Aargh, waaaay past my bedtime! Again! So I must be brief. I've heard the slogan (kennethamy quoting Quine?) that to exist is to instantiate (satisfy?) a predicate. (Sorry, KA, if you're out there in limbo, and reading this, and gnashing your teeth at a silly error which you can do nothing to correct!) But I don't understand it. Seems to me that there are all sorts of problems with this. (Also, you didn't respond to my point about the apparent implication of necessary existence.) For one thing, you seem to be defining existence in terms of itself, thus: x exists iff there exists F such that Fx. Is this apparent circularity not real? It also seems to me that in order for the expression Fx to mean anything [the forum doesn't do Quine quasi-quotes, and anyhow I don't know how to use them], because F is not being asserted of the symbol 'x' itself, but rather of whatever x denotes, it must be presupposed that x denotes something, which is surely another way of saying that x exists? So that you would seem to have more than one kind of circularity (unless it's only my tired and addled brain that's going round in circles). And finally, and most immediately (I'm putting these objections in reverse order, for some reason), treating existence as a predicate seems to open you to the subtle fallacies associated with versions of the ontological argument, some of which, at least, Russell's theory of descriptions seems to sort out pretty nicely. (I must admit I haven't studied this stuff properly, but I'm just giving my immediate reactions, which seem natural enough to me. Sorry if, for reasons perhaps obvious to the more informed, they are off-beam.)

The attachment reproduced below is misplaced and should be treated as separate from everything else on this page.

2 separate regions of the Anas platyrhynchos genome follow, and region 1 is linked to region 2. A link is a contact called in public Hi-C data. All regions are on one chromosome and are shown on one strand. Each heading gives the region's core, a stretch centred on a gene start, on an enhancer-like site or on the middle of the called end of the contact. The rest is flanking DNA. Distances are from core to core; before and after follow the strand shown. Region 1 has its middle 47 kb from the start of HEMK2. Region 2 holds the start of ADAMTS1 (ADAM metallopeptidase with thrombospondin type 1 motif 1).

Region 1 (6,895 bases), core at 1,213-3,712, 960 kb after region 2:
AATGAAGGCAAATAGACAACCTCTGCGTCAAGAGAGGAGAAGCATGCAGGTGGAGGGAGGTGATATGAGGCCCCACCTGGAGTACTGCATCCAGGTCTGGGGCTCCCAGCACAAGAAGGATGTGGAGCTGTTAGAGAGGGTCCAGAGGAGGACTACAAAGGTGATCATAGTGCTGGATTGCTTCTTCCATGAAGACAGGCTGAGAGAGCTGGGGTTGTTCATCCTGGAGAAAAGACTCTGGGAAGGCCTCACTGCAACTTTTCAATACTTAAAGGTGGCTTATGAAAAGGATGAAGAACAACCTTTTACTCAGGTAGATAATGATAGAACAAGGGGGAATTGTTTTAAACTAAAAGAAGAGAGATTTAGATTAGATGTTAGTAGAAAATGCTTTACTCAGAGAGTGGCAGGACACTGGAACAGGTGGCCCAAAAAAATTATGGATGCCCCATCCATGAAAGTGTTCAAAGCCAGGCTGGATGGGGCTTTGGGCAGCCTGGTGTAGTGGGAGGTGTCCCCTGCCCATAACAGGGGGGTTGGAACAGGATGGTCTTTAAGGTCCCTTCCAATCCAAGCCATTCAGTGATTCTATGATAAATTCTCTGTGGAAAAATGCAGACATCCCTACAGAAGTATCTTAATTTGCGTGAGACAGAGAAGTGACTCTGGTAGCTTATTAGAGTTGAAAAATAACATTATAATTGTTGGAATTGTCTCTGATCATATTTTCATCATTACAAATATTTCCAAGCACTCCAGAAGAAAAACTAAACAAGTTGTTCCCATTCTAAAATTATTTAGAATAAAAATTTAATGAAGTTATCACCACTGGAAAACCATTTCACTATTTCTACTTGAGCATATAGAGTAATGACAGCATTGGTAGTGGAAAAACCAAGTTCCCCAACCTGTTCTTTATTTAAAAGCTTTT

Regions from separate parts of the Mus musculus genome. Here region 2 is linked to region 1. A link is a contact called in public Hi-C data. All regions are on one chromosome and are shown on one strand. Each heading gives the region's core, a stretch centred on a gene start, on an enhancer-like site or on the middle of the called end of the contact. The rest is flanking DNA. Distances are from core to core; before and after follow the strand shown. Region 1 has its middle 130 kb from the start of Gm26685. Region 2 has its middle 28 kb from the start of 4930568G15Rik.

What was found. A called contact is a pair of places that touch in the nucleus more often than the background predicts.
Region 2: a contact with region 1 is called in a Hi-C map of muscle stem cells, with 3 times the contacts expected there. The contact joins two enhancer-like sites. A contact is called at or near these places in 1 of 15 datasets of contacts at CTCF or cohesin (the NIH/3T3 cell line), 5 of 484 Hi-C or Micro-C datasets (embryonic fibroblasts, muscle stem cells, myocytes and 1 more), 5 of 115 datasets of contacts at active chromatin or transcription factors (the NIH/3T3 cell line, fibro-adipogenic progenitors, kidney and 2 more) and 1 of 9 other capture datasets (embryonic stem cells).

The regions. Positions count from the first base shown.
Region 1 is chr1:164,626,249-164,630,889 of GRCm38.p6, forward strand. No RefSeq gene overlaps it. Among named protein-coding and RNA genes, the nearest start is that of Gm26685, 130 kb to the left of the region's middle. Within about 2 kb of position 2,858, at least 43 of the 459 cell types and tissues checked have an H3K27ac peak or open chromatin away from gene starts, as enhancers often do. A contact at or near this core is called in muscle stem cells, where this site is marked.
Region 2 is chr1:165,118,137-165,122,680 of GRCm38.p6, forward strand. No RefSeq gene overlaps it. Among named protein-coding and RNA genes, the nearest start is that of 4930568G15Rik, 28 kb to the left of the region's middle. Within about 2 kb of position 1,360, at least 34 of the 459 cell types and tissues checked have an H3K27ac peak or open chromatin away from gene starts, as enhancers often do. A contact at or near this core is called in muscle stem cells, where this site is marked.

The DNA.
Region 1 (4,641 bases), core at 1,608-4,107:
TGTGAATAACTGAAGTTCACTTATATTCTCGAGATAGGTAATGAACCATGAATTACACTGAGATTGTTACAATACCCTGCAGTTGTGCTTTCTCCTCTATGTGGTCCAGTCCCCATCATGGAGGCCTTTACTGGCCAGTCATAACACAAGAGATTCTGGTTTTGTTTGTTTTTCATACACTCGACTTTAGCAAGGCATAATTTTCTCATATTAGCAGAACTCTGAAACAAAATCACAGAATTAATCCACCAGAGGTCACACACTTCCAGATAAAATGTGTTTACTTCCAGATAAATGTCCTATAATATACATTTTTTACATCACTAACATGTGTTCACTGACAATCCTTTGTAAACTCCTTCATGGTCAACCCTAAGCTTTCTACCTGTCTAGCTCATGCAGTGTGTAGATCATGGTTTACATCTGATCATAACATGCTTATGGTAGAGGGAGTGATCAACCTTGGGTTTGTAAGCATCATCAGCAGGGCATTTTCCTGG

In my opinion, the pure concept just is.
It's a Form. This ties into Being and beings, doesn't it? The concept just is.
It is irreducible. Hence the beginning of Hegel's logic.